"What's in a Name?" An Excursus

Romeo and Juliet by Annie Leibovitz

Romeo and Juliet by Annie Leibovitz

As many might know, the title of this blog post is a quote from Shakespeare.  The full quote is, "What's in a name? That which we call a rose by any other name would smell as sweet."  It's from his famous work, Romeo and Juliet, and was spoken by Juliet.  She was in love with Romeo, but alas, he was a Montague and she was a Capulet.  Think Hatfields and McCoys here.  And so, upon reflection, she thinks about the mismatch between her lover's name, those despised three syllables, and what he truly is: her beloved boo.  This kind of reflection is wise for any two people considering the age old venture of becoming one flesh.  What matters is the person, not the pronunciation.  What matters is the thing, not the moniker.  Or more broadly, what's important is the concept, not the tag or label.

It ain’t what they call you, it’s what you answer to
— W.C. Fields

Who could really disagree with Juliet here?  But I do think that there are times when we make the opposite mistake and underestimate words.  Words are undervalued when we think of them as mere tags or pointers, divorcing them from what they represent.  I'm sure you've been hurt by words in your life, and if so, you know that those scars often last longer than the ones forged in our flesh.  Strings of words, what we label sentences, are visual things that mysteriously trigger our minds to recall or reflect through propositions.  In any two cultures, languages may vary, but there can still be a unity of mind, even if not communication, if the two parties think the same pertinent propositions. "The dog is black" equals "Le chien est noir", not as sentences, but propositionally.

Orwell's 1984

Orwell's 1984

The importance of the proper use of words has been noted in various works of literature: most notably in Orwell's 1984.  Therein lies the dangerous use of doublespeak for purely propagandist political purposes...how's that for a tongue twister?! The point being, when the meaning of words are in rapid flux, especially in the halls of governance and the State, trouble's a comin'!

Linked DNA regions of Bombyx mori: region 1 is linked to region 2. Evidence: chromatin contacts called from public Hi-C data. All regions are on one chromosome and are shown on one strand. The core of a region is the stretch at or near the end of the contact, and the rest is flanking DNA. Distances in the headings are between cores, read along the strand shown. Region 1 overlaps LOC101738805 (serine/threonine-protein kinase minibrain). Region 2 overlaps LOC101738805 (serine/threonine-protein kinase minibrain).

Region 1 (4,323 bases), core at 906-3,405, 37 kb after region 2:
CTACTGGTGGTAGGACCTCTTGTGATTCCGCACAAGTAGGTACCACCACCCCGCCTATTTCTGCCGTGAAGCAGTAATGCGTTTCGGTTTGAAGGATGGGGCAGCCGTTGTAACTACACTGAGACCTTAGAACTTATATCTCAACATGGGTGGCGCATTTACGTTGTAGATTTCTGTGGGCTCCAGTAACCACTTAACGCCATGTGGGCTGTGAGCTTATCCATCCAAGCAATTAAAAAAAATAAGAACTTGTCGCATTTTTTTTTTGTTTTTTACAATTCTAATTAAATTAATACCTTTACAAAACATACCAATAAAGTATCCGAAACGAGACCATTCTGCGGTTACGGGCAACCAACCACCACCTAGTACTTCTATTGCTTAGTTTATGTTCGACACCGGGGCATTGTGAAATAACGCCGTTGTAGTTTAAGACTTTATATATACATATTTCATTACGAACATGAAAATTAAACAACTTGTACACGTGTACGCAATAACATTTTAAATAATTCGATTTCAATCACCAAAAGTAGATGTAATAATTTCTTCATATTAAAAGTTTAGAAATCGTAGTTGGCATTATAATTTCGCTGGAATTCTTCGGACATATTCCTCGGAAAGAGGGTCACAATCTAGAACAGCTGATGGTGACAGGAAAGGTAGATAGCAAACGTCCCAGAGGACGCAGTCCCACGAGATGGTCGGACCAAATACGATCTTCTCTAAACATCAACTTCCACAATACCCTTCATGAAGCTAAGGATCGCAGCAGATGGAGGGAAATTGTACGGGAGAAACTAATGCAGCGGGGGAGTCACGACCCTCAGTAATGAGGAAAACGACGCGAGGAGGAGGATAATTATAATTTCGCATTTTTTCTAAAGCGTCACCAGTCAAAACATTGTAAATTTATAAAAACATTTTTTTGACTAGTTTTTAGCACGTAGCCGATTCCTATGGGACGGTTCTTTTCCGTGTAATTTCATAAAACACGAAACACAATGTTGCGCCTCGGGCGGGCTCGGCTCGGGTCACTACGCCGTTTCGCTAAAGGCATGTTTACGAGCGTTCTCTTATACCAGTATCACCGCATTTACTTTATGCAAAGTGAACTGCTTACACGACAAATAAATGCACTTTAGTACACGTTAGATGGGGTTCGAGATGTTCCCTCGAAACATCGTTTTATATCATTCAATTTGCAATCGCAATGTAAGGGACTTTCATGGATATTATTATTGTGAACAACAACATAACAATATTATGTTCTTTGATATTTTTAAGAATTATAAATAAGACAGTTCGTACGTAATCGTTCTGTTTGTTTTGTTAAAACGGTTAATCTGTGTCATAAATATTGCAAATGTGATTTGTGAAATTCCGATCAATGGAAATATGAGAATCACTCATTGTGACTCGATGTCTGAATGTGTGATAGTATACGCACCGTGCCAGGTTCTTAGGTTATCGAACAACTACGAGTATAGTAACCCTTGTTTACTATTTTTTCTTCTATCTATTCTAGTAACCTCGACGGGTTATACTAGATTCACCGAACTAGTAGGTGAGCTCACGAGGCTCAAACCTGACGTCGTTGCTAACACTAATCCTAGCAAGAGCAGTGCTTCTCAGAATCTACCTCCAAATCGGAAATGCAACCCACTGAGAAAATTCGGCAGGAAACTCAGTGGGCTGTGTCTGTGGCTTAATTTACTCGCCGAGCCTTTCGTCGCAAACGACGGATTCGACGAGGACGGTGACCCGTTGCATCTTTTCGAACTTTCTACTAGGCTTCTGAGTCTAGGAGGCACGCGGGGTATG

And yet this is not a political blog nor one centering on the philosophy of language, so what gives?  I wanted to take an excursion and briefly explain the naming of my website: WILDNESS & ARTifice.  Most obviously, the title is trying to capture what I'm trying to share.  The former being a slice of the natural world in its wildness.  And the latter, artifice, primarily indicative of man's cunning ingenuity as evidenced in city, over against garden.  I hope this made pretty clear in the galleries associated with each of these concepts.

But lesser known, if at all, is where and the world I got the phrase in the first place.  And so now, I bare my soul prostrate before you...don't trounce it please.  It's origin is from the A&E/BBC version of Pride and Prejudice.  As far as I can tell it's not in the book for the purists out there.  The phrase occurs at the point when the Gardiners accompany Elizabeth on her visit to Mr. Darby's estate, Pemberley.  Mr. Gardiner, upon seeing the beauty of the area and making the turn toward, the almost hidden, Pemberley says, "Nature and culture in harmony, you see, Lizzy.  Wildness and artifice, and all in the one perfect county!"

Woe to those who call evil good and good evil, who put darkness for light and light for darkness, who put bitter for sweet and sweet for bitter
— יְשַׁעְיָה

Boom! So many years ago, having seen that show, the germ was placed, watered, and now has sprouted.  Hopefully, after perusing the grounds of Deesshire for a while, you can say, in concert with Mr. Gardiner, "Dang! WILDNESS & ARTifice, and all in one perfect website!"  Drop the mike!